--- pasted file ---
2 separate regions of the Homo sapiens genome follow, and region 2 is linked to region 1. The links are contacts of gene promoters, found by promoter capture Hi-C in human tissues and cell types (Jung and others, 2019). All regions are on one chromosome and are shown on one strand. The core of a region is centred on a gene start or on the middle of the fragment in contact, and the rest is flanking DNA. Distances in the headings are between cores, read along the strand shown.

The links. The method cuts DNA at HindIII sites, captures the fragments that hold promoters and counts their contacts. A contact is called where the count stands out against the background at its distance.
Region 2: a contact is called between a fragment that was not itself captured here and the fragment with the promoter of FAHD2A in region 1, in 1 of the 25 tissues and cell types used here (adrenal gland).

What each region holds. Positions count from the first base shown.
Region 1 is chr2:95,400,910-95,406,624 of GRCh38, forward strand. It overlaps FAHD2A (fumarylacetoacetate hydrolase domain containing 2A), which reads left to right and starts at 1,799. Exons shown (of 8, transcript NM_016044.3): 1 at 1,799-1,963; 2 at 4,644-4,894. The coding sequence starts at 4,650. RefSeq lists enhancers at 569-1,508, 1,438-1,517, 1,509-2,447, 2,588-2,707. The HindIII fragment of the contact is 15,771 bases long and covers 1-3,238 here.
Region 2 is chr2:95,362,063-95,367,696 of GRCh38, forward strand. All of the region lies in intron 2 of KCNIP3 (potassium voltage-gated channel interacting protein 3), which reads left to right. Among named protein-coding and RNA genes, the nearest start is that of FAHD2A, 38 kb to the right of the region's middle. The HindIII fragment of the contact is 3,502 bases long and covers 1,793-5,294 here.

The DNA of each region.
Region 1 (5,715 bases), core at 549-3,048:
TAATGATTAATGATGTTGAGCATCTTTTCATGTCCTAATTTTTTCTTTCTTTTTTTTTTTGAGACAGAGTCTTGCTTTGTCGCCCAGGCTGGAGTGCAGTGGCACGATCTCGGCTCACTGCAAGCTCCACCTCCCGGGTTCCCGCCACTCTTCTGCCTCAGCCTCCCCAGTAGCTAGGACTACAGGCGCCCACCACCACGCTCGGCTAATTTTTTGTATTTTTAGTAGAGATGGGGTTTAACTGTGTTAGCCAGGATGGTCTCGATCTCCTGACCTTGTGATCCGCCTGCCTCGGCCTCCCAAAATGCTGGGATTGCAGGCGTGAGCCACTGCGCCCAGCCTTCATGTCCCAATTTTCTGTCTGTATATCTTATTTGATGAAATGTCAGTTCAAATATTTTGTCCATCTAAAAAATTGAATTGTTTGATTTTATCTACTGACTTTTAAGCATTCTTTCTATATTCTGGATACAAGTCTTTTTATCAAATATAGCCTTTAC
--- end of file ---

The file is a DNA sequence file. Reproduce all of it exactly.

2 separate regions of the Homo sapiens genome follow, and region 2 is linked to region 1. The links are contacts of gene promoters, found by promoter capture Hi-C in human tissues and cell types (Jung and others, 2019). All regions are on one chromosome and are shown on one strand. The core of a region is centred on a gene start or on the middle of the fragment in contact, and the rest is flanking DNA. Distances in the headings are between cores, read along the strand shown.

The links. The method cuts DNA at HindIII sites, captures the fragments that hold promoters and counts their contacts. A contact is called where the count stands out against the background at its distance.
Region 2: a contact is called between a fragment that was not itself captured here and the fragment with the promoter of FAHD2A in region 1, in 1 of the 25 tissues and cell types used here (adrenal gland).

What each region holds. Positions count from the first base shown.
Region 1 is chr2:95,400,910-95,406,624 of GRCh38, forward strand. It overlaps FAHD2A (fumarylacetoacetate hydrolase domain containing 2A), which reads left to right and starts at 1,799. Exons shown (of 8, transcript NM_016044.3): 1 at 1,799-1,963; 2 at 4,644-4,894. The coding sequence starts at 4,650. RefSeq lists enhancers at 569-1,508, 1,438-1,517, 1,509-2,447, 2,588-2,707. The HindIII fragment of the contact is 15,771 bases long and covers 1-3,238 here.
Region 2 is chr2:95,362,063-95,367,696 of GRCh38, forward strand. All of the region lies in intron 2 of KCNIP3 (potassium voltage-gated channel interacting protein 3), which reads left to right. Among named protein-coding and RNA genes, the nearest start is that of FAHD2A, 38 kb to the right of the region's middle. The HindIII fragment of the contact is 3,502 bases long and covers 1,793-5,294 here.

The DNA of each region.
Region 1 (5,715 bases), core at 549-3,048:
TAATGATTAATGATGTTGAGCATCTTTTCATGTCCTAATTTTTTCTTTCTTTTTTTTTTTGAGACAGAGTCTTGCTTTGTCGCCCAGGCTGGAGTGCAGTGGCACGATCTCGGCTCACTGCAAGCTCCACCTCCCGGGTTCCCGCCACTCTTCTGCCTCAGCCTCCCCAGTAGCTAGGACTACAGGCGCCCACCACCACGCTCGGCTAATTTTTTGTATTTTTAGTAGAGATGGGGTTTAACTGTGTTAGCCAGGATGGTCTCGATCTCCTGACCTTGTGATCCGCCTGCCTCGGCCTCCCAAAATGCTGGGATTGCAGGCGTGAGCCACTGCGCCCAGCCTTCATGTCCCAATTTTCTGTCTGTATATCTTATTTGATGAAATGTCAGTTCAAATATTTTGTCCATCTAAAAAATTGAATTGTTTGATTTTATCTACTGACTTTTAAGCATTCTTTCTATATTCTGGATACAAGTCTTTTTATCAAATATAGCCTTTAC